Ford Madox Ford: The Good Soldier
Called the finest French novel in the English language by Ford’s friend, John Rodker and probably one of the finest novels of our century by Graham Greene, Ford’s novel is certainly one of the finest novels in English, French or not. It was originally to be called The Saddest Story but his publisher did not like the title. The story is narrated by John Dowell, an American, who is travelling in Germany with his wife, Florence, to take the waters. There they meet an English couple, John Ashburnham and his wife, Leonora. They become friends though, unbeknownst to John but not Leonora, Florence and Edward have an affair. Eventually – but only eventually – it all comes out, leading to tragedy. The plot is simple but the book is not.
The eponymous good soldier is Edward Ashburnham, a man full of decent English virtues, caring for the underdog, behaving like a true English gentleman should behave and generally acting in a proper manner. Yet, despite this, he has several affairs, not just with Florence Dowell, which leads to his own destruction and the destruction of others. Dowell does not, cannot fathom why a decent person such as Ashburnham could behave in such a self-destructive manner and part of the charm of the book is Dowell’s failure to grasp this while we must try to do so. But, as with any fine book, it is not the plot that makes it work or even, in this case, the psychology of the characters but Ford’s fine writing. Critics have called it impressionistic which is a fair assessment, given that the opening chapters were first published in Wyndham Lewis‘s Blast!. Ford’s technique is far from a realist one but rather to gradually build up a picture of the inevitable tragedy that will ensue and he does this brilliantly. His use of Dowell – naive, innocent and, even by the end of the book, unclear as to what happened and why – is masterful. It is the first major modernist English work and remains a classic, although a surprisingly underrated one.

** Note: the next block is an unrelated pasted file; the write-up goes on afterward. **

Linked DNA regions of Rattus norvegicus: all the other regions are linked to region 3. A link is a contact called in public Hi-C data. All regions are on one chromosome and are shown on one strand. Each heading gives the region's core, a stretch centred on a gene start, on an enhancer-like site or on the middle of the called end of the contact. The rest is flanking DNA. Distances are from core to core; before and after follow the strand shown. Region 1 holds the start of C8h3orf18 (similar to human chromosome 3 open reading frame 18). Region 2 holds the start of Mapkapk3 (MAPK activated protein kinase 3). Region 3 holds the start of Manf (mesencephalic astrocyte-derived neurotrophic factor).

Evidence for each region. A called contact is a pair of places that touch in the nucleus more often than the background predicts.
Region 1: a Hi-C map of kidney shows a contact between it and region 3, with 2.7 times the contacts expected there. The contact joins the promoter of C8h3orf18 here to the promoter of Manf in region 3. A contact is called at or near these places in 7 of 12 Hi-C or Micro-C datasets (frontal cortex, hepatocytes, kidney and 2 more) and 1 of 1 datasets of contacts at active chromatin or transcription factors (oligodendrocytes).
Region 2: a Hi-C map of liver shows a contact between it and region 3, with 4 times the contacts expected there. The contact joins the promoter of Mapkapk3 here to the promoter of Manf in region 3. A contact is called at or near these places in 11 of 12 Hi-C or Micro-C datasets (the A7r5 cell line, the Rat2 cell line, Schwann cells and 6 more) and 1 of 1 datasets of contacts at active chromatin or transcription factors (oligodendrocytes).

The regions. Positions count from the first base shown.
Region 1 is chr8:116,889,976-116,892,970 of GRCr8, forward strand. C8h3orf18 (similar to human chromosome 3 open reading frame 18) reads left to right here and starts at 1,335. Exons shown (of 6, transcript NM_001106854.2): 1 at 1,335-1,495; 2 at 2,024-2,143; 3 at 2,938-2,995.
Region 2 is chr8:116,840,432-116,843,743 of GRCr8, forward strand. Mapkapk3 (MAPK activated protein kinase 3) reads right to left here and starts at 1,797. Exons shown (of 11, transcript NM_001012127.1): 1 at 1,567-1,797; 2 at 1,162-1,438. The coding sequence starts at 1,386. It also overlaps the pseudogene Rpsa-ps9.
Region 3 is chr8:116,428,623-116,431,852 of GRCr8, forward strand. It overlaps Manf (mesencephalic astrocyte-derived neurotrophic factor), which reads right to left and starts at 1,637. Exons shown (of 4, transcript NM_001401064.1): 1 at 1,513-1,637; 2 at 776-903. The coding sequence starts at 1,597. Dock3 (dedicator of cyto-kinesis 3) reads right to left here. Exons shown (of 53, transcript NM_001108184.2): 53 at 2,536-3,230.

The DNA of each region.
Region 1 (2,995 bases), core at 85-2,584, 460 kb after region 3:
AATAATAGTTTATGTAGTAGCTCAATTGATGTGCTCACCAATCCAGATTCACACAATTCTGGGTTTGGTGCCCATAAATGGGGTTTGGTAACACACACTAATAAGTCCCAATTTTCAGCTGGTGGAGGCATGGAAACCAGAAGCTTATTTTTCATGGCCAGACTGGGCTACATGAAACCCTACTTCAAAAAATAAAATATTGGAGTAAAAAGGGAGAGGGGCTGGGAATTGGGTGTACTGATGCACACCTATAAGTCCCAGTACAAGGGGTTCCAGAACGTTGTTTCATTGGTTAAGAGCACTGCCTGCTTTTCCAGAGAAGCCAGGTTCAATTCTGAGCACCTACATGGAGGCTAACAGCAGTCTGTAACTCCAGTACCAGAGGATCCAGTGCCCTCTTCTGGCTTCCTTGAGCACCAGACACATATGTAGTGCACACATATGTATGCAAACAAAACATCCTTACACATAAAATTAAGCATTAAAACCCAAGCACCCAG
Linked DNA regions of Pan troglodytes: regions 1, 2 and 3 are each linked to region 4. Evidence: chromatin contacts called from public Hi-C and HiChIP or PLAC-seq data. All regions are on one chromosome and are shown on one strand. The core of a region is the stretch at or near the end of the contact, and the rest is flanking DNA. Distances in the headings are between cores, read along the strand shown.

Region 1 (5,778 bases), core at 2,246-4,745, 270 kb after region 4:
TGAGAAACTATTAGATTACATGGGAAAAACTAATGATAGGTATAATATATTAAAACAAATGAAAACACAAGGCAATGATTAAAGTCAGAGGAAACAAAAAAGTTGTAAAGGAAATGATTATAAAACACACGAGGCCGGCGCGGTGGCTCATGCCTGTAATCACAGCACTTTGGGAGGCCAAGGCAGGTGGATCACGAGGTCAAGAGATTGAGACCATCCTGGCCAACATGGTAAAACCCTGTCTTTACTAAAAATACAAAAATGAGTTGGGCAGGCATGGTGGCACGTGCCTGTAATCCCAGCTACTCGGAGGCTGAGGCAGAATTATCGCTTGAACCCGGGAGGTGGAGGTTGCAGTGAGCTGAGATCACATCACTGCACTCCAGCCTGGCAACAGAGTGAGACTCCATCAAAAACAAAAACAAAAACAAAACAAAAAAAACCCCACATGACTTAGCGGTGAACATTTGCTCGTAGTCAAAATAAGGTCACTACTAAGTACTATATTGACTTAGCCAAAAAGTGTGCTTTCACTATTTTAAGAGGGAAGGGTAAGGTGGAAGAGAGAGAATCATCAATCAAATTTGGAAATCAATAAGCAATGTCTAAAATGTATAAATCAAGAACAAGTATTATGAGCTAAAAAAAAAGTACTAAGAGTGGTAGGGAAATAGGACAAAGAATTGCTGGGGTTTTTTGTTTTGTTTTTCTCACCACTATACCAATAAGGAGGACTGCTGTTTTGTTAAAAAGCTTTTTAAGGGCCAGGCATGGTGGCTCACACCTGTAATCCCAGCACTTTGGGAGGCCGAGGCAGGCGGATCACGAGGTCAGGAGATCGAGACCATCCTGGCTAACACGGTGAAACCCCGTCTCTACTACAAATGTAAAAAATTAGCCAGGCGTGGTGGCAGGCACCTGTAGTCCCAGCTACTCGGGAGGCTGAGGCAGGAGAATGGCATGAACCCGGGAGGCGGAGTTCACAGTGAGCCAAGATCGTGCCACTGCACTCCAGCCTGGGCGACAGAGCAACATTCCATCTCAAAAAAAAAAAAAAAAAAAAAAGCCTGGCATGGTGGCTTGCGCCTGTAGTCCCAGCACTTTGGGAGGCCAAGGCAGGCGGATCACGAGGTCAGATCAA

First published 1915 by John Lane